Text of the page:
Today’s designs will influence future improvements

Along with disease prevention, we learned that providers have had to quickly adapt to meet the needs of their residents in ways they never could have imagined. Because it’s no longer safe for seniors to travel to the grocery store or pick up prescriptions, these communities must now build out temporary canteens and sundries shops. The rate of online shopping has gone up, creating an influx of packages that need to be safely stored and quarantined before they can be delivered to residents. Meals are now being delivered door-to-door as opposed to served in a dining room. This has pushed many existing buildings to the limit in terms of capacity and budget, leaving little room for improvement.

For those with projects still in the early planning phases, the last few months have presented a unique opportunity.

“We’re designing a new community for middle-income seniors, and one of the silver linings in doing so during the pandemic is that we’ve been very thoughtful to not design single-purpose spaces,” Said Elise Selinger, Real Estate Innovation Manager at 2Life Communities. “The way that we’ve designed our dining approach is to have three combined, sequential areas: one for dining, one for seating and one for performances. By intentionally designing larger, multifunctional spaces were solving the physical distance need. We’ve also completely reconfigured the way staff enter the building, added increased outdoor space, and have considered doubling the HVAC system and depressurizing the air to help mitigate the spread of droplets.”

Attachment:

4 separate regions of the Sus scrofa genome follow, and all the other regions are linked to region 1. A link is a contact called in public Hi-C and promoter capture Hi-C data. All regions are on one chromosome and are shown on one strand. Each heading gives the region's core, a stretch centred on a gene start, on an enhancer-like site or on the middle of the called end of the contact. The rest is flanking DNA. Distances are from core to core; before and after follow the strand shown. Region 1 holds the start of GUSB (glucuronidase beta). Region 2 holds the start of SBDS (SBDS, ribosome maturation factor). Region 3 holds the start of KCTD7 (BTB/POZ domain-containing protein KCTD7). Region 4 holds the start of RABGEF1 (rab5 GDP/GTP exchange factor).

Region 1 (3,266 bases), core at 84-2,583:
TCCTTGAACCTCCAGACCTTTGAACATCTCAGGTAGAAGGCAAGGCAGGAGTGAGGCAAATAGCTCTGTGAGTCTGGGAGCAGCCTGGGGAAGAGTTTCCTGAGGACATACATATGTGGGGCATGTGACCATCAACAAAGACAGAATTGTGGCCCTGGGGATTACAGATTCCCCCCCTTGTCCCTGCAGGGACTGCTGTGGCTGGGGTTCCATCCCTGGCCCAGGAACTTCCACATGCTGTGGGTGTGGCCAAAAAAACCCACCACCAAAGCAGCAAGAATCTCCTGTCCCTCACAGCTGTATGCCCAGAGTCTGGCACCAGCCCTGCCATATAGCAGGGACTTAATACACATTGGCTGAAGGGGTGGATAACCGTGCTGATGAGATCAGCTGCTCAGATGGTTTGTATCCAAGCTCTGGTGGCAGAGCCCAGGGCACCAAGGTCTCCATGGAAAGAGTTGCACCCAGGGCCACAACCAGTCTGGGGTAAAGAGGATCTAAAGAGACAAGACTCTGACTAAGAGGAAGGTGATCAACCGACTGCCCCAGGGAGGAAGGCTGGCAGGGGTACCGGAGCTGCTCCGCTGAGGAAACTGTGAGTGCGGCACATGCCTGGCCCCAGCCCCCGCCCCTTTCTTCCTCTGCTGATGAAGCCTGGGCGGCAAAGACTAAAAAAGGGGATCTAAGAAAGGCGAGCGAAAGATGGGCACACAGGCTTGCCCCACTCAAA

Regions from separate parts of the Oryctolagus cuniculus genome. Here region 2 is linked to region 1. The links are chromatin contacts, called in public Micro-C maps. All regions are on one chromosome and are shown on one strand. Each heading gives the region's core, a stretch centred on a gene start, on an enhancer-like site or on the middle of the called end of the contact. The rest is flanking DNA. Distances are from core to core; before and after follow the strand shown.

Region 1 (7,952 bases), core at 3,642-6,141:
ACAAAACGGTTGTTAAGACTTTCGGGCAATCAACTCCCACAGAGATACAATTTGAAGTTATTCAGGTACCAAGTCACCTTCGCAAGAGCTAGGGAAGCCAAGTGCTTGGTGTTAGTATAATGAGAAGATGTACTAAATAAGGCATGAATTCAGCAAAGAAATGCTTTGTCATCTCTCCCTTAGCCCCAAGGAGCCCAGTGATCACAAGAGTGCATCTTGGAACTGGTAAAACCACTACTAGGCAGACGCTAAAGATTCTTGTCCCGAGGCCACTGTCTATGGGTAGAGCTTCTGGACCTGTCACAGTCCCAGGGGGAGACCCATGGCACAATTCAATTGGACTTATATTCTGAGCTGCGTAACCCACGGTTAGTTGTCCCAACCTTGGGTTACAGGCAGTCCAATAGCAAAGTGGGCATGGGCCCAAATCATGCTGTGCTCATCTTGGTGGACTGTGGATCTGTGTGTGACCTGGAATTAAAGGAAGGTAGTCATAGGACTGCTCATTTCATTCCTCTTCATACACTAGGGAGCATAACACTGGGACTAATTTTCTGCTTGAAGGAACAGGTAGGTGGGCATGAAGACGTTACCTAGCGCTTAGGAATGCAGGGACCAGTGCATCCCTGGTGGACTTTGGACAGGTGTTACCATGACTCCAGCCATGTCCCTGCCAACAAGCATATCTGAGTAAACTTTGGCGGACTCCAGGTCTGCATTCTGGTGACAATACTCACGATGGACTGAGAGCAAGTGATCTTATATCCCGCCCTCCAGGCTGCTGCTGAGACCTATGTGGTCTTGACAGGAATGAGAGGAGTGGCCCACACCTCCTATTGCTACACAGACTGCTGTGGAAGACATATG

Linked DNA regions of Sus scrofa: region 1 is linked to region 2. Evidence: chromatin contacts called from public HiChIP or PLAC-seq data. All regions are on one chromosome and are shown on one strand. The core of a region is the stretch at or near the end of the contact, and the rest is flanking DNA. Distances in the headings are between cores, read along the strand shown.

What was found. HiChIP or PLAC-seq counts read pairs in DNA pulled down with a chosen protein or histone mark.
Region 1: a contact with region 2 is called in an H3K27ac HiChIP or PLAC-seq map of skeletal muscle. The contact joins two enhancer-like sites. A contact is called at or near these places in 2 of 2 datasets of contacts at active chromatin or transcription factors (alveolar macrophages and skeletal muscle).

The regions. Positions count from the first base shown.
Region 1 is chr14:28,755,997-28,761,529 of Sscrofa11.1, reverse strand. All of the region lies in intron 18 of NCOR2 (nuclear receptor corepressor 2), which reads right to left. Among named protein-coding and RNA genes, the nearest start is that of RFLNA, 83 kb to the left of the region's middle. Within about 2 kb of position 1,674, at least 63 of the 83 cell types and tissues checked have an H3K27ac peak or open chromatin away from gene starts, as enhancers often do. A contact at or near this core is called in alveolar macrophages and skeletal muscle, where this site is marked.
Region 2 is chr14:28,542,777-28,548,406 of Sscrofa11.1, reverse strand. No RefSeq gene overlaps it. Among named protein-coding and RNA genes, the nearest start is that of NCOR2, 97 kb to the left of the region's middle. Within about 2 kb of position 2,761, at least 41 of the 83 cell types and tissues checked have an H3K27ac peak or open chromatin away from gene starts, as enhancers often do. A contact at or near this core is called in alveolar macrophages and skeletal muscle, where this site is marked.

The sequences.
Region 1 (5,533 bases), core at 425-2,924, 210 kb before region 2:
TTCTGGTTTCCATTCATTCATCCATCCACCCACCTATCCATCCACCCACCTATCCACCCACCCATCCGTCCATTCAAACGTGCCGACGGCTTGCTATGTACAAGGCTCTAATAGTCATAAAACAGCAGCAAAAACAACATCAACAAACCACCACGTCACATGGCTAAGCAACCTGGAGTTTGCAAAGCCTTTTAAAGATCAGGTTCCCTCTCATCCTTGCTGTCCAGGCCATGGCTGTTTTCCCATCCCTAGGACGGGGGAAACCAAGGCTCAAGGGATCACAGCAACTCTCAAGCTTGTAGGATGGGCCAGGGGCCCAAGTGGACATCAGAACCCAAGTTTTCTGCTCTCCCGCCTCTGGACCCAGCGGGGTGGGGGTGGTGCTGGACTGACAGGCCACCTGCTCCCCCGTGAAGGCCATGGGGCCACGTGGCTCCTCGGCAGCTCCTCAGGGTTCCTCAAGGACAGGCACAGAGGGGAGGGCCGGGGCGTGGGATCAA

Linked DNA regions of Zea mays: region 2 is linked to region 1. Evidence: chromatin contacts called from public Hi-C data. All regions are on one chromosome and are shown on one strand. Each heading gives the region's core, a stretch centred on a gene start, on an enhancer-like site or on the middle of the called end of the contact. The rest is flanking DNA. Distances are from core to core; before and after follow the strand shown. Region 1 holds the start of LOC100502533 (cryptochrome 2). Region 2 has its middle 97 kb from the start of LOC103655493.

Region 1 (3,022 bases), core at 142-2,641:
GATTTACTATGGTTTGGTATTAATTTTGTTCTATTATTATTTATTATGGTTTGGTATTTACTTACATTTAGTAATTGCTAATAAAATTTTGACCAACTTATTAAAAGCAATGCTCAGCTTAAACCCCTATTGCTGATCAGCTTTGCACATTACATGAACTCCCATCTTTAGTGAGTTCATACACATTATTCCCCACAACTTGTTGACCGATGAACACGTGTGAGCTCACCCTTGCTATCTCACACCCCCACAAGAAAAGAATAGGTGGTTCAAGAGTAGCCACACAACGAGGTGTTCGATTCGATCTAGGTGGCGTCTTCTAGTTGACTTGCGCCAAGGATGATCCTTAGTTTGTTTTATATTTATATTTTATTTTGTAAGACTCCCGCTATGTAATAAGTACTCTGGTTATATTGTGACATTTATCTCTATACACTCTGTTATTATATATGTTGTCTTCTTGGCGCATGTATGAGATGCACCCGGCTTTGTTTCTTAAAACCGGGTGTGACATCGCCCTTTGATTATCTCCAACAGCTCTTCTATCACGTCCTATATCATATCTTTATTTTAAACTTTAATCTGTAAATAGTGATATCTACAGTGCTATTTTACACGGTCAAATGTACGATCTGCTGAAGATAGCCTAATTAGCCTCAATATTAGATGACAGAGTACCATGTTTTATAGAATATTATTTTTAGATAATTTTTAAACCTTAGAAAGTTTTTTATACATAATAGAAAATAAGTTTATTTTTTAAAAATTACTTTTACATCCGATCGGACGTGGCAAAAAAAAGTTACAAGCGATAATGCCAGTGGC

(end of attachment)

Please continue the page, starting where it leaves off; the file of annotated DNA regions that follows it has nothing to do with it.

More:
A community in Longmeadow MA, Glenmeadow, is undergoing a renovation and in doing so, re-thinking their interior masterplan to integrate multi-use spaces that could double up as small dining rooms, activity rooms or visitation rooms if COVID-19 persists. “The challenge we face as designers when we design multi-use space is to find the right balance of materials, lighting and furniture to create a dining atmosphere in a space that can also be utilized as a visitation space or a cards room,” says Kathy LaDuca Interior Designer at DiMella Shaffer

This prompted a discussion around other potential solutions to consider including UV lighting, ionization systems, antimicrobial fixtures and modern furniture that can be easily cleaned and disinfected, all of which need further investigation by designers and operators.